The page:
GENEVA (22 December 2009) – The UN Special Rapporteur on torture, Manfred Nowak, expressed grave concern about the forcible return of 20 ethnic Uyghurs from Cambodia to China. The deportees were seeking asylum in Cambodia after having fled China during the past few months, following clashes between Uyghurs and Han, in the Xinjiang region in July 2009.
“In light of the reports of severe torture I have received following the July events and the recent executions in the Xinjiang region in violation of the most basic fair trial guarantees, this is a blatant violation of Cambodia’s obligations under the principle of non-refoulement as stipulated in article 3 of the UN Convention against torture,” stressed the UN expert.
“The situation is aggravated by the fact that I had reminded the Government of Cambodia beforehand by means of an urgent communication of their international obligations,” added Nowak.
The decision to deport the 20 persons to China pre-empted the result of their asylum requests for which all of them were waiting. “This means,” said the Special Rapporteur, “that the Cambodian authorities have also knowingly prevented an objective determination of their refugee status under the Geneva Convention on refugees and whether the deportees would be at risk of torture, other forms of ill-treatment or the death penalty.”
“I am calling on the Chinese authorities to treat the 20 persons humanely upon return in accordance with international standards, to grant access to them in case they are detained and to afford them due process guarantees, if charged with criminal offenses”, urged the Special Rapporteur.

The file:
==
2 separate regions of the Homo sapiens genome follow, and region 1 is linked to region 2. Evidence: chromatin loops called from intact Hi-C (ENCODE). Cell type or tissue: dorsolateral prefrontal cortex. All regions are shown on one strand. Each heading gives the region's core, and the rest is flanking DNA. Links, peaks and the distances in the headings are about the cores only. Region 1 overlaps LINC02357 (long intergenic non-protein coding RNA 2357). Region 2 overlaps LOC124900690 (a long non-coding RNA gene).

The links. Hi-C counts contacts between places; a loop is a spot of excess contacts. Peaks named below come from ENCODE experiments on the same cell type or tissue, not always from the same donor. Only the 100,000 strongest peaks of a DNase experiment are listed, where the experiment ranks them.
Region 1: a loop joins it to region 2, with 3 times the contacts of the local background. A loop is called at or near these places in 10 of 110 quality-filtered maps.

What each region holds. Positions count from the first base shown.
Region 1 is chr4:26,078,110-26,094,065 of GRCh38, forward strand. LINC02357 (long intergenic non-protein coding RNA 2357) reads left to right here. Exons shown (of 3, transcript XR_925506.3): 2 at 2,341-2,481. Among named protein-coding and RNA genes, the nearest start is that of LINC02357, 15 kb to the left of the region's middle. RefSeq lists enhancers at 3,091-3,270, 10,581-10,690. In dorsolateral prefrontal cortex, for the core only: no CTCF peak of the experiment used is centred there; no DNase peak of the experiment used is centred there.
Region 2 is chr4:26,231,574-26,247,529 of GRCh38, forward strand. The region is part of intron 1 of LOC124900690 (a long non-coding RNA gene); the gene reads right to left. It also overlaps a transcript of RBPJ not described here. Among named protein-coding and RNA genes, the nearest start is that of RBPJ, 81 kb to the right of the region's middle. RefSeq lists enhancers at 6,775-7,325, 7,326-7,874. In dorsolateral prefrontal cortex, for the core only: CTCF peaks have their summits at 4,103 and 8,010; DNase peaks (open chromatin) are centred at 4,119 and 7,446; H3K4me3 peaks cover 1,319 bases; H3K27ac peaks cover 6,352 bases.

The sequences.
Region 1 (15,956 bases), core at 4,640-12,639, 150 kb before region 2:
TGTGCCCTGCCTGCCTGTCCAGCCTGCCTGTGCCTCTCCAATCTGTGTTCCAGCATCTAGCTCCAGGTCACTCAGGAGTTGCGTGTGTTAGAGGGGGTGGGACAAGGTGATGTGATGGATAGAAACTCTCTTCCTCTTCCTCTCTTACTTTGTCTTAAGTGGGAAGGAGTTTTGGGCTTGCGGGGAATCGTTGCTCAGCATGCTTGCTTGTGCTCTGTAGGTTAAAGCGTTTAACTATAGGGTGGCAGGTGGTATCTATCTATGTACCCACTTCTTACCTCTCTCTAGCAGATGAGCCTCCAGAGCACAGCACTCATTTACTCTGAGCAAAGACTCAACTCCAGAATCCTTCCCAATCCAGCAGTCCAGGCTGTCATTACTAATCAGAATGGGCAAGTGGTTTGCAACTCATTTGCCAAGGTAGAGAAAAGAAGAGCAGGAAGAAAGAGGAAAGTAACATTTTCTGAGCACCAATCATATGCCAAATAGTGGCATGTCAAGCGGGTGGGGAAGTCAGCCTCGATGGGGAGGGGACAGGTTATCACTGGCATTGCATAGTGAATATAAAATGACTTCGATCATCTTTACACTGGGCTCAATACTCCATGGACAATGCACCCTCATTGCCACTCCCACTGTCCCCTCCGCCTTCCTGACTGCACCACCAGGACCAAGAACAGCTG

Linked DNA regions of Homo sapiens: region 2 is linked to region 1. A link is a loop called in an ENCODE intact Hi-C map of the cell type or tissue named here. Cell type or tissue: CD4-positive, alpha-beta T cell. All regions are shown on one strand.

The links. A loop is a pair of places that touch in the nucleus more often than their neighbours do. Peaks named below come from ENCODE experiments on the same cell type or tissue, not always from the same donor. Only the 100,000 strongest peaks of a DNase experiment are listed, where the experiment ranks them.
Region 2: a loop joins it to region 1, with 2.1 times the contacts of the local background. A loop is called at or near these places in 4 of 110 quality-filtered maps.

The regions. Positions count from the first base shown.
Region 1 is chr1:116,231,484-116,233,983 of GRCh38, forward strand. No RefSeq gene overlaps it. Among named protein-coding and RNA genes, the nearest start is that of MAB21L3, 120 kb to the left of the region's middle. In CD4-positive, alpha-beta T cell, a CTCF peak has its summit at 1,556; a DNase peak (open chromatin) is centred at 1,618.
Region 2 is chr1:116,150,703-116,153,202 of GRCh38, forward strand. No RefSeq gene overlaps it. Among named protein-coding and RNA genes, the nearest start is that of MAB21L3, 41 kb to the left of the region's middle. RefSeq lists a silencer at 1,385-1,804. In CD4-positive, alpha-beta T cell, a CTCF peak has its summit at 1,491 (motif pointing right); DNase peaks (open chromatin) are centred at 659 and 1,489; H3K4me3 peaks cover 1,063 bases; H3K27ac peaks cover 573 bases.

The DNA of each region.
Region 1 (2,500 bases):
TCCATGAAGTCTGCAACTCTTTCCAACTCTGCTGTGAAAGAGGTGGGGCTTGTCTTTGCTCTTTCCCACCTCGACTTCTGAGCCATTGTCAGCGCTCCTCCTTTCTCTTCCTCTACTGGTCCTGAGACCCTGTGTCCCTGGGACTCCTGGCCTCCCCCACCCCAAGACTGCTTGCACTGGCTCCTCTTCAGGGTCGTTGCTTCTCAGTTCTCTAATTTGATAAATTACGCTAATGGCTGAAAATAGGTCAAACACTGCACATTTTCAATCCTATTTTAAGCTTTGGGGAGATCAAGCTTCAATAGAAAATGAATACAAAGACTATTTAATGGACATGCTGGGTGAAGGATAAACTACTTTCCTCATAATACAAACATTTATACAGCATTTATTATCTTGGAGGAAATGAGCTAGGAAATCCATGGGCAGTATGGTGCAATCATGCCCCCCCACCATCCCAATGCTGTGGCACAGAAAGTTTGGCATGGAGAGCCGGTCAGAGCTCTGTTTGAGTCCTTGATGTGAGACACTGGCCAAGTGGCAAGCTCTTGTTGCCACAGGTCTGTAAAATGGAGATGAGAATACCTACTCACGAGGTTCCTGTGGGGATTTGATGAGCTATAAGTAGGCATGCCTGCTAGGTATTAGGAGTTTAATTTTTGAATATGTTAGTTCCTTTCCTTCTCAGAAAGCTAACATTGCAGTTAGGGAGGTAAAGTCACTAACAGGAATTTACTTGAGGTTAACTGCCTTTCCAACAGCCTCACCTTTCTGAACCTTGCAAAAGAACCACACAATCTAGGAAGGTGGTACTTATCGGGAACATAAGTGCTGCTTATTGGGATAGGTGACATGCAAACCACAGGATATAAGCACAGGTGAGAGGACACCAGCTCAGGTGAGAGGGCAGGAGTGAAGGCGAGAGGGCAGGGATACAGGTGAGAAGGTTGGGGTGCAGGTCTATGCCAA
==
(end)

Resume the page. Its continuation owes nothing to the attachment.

In a separate statement also published today, the UN Independent Expert on minority issues, Ms. Gay McDougall, has called upon the Government of China to grant her access to assess ethnic tensions and violence in Xinjiang Uyghur Autonomous Region, at the earliest opportunity. You can find McDougall’s statement at http://www.ohchr.org
Manfred Nowak, appointed Special Rapporteur on 1 December 2004 by the UN Commission on Human Rights, is independent from any government and serves in his individual capacity. He has previously served as member of the Working Group on Enforced and Involuntary Disappearances, the UN expert on missing persons in the former Yugoslavia, the UN expert on legal questions on enforced disappearances, and as a judge at the Human Rights Chamber for Bosnia and Herzegovina. Nowak is Professor of Constitutional Law and Human Rights at the University of Vienna, and Director of the Ludwig Boltzmann Institute of Human Rights.